Fortunate for visitors enjoying the sun, and unfortunate for local farmers, the Turks and Caicos receives little rainfall.
Based on a 10 year sample of data between 2006 and 2016, the average number of days with rain each year in Providenciales is 43, or about every 8.5 days. However, much of this rainfall is clustered in the rainy season from May to November. The chart below uses data from 2012-2015.
Rainfall patterns according to region are quite observable in the Turks and Caicos, and as a small tropical country consisting of islands of limited landmass, precipitation is predictably low.
The extensive marine wetland flats on the south sides of East Caicos, Middle Caicos, and North Caicos largely account for this. Consisting of dark saline mud and grey marine limestone, the groundcover on the flats retains quite a bit of the sun’s intense heat, and this in turn warms the surrounding humid air. As the air rises, it condenses into rain at the cooler and higher altitudes. Due to the constant east southeast trade wind patterns, this rain typically falls on and to the north of North Caicos, and on the small nearby cays.
When it occurs, this rain usually falls a few hours after midday, and by late afternoon the conditions will often be clear and sunny.
Although not quite as predictable due to its smaller scale, the central west coast region of Providenciales also experiences predictable precipitation. Along with several fresh water ponds, trees that are larger than what is typical to the island are found here including the sabal palm, West Indian mahogany, and buccaneer palm.
The small islands of Grand Turk and Salt Cay, located on the far eastern edge of the Turks and Caicos, don’t have the advantage of geography that the Caicos Islands have and are consequently see far less rainfall.
Although annual rainfall in the Turks and Caicos is one of the lowest in the region, flooding does occur at times, and is largely confined to few distinct areas in the country.
Generally a by-product of tropical depressions during the summer and autumn hurricane season, such floods often result in quite significant rainfall over a short period of time. In some cases, areas may experience more than a third of their expected annual rainfall over a matter of days.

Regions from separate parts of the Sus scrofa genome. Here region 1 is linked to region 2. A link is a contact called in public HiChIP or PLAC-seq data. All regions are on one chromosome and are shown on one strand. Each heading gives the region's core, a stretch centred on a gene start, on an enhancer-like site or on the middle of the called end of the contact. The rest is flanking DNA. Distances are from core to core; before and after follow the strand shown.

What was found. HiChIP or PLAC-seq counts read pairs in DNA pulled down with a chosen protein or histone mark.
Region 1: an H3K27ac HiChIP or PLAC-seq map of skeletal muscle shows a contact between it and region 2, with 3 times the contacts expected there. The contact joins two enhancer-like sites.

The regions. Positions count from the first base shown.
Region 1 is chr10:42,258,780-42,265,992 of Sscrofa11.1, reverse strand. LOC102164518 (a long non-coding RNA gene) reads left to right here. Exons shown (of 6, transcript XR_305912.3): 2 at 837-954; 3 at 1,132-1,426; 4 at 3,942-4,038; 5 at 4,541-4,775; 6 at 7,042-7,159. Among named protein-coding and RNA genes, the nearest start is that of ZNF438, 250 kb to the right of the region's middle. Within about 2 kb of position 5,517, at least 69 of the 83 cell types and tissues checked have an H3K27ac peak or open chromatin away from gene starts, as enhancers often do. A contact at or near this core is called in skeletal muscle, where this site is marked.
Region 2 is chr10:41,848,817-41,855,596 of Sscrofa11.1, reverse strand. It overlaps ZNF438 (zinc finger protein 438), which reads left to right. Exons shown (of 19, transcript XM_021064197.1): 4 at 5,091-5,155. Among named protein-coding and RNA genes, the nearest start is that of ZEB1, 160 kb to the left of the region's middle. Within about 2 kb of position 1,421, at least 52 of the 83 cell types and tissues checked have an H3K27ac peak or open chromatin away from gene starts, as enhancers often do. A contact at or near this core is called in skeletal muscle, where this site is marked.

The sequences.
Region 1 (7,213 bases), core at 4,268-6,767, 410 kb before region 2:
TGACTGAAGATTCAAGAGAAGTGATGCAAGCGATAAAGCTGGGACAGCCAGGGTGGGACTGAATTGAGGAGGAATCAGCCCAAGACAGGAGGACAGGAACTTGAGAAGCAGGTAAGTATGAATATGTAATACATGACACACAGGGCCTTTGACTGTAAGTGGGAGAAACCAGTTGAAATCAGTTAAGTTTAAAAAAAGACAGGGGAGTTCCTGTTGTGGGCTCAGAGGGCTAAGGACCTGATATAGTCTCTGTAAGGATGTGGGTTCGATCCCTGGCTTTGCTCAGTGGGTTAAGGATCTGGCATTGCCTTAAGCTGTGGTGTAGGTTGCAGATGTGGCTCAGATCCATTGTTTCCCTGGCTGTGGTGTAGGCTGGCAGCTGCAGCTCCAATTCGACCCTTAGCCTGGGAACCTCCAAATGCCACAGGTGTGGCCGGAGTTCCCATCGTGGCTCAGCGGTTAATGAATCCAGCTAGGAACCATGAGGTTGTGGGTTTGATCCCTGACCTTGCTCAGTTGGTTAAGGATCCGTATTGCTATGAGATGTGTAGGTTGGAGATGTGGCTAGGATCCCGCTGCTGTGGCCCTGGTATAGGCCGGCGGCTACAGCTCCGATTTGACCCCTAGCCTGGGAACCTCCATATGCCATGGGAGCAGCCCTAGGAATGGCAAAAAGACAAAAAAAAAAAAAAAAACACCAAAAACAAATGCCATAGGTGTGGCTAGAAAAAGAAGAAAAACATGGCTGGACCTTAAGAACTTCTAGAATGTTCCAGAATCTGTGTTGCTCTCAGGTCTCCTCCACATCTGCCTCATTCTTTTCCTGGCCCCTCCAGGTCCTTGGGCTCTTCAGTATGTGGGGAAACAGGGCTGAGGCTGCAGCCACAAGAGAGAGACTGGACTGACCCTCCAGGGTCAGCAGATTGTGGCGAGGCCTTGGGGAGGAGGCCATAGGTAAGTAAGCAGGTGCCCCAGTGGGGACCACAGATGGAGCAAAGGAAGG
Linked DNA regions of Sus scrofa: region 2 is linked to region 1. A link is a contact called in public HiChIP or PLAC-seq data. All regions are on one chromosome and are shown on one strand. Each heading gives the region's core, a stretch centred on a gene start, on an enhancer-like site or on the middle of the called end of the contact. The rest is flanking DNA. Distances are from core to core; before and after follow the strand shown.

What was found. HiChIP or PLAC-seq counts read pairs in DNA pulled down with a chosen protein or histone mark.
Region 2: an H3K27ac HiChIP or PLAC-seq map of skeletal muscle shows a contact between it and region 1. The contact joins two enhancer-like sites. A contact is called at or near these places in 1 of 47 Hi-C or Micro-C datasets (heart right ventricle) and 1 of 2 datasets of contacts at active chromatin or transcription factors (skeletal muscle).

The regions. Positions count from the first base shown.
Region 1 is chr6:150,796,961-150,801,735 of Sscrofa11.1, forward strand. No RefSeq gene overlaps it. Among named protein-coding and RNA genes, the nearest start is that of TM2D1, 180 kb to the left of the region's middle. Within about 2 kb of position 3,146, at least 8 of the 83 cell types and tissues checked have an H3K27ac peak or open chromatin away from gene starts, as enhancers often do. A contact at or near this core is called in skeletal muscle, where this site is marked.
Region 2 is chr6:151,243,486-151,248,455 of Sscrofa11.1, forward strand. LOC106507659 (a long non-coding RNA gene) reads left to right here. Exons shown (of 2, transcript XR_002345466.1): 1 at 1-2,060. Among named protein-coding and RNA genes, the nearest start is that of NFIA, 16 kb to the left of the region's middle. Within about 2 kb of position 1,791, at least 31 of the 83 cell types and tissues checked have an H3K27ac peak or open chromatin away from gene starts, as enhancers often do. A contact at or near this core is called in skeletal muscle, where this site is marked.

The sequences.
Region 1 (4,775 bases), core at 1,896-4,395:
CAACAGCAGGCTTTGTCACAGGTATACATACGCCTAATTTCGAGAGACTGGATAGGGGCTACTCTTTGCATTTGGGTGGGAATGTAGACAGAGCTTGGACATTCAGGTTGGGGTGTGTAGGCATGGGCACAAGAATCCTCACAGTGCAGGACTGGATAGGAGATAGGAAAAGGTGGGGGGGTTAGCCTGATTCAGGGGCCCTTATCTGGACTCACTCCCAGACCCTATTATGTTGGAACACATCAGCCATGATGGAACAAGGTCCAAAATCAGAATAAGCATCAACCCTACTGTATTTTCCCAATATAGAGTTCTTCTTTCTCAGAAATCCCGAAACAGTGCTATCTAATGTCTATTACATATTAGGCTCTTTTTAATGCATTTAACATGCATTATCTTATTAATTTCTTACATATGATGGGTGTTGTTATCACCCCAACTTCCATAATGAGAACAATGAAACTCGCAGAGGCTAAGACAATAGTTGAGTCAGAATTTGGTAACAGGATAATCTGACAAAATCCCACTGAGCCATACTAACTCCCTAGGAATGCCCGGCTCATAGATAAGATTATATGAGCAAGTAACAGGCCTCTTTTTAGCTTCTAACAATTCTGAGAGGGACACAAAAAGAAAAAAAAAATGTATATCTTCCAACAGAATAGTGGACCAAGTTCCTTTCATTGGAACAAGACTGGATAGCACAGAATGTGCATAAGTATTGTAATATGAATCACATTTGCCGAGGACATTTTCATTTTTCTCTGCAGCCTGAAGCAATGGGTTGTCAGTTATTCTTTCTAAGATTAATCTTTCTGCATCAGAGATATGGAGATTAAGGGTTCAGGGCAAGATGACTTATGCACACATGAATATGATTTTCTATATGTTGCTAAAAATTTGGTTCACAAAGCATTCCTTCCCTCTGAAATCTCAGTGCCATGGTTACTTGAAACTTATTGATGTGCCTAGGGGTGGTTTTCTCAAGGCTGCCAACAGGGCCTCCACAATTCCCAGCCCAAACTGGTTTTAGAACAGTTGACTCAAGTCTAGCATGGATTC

Due to the marine limestone geomorphology of the country, the low rolling hills and small valleys of the interiors of the larger islands can hold water for weeks, however, natural drainage routes and Karst features typically reduce the duration of flooding.
Regions near the ocean, where much of the development in the country is located, usually have either direct natural drainage to the ocean, or have porous sandy ground which doesn’t hold water.
Several populated areas in the Turks and Caicos are at risk of flood, although floods solely from precipitation are more of an inconvenience for road travel rather than an actual danger.
Mud slides and flash floods, the events resulting rainfall which typically account for the most lives taken during flooding in other regions, are not experienced in the Turks and Caicos due to our small islands and low rocky terrain.
Downtown, The Bight, and Five Cays on Providenciales will typically experience flooding in roads and low elevations of up to one to two feet in (.3 to .6 meters) depth. The small settlement of Kew on North Caicos usually sees the worst, will some low points near the village seeing more than 10 feet (3 meters) of standing water.
Due to the very low elevation of much of the settlements and development in the Turks and Caicos, flooding from hurricane storm surges is a real and far greater danger, with the potential for widespread destruction.
The Turks and Caicos hasn’t experienced a major hurricane since Hurricane Donna in 1960. Although winds speeds were not comparatively significant and the storm’s path wasn’t particularly close to the country, the surge from the 2015 Hurricane Joaquin was one of the highest seen in decades. A direct hit by a major storm could cause catastrophic flooding.
After heavy rains, mosquitoes will often be a problem on the larger Caicos Islands. Due to the prevailing breeze, Providenciales typically only sees this increase for a couple weeks, however the problem on North Caicos, Middle Caicos and Pine Cay often persists for quite a bit longer.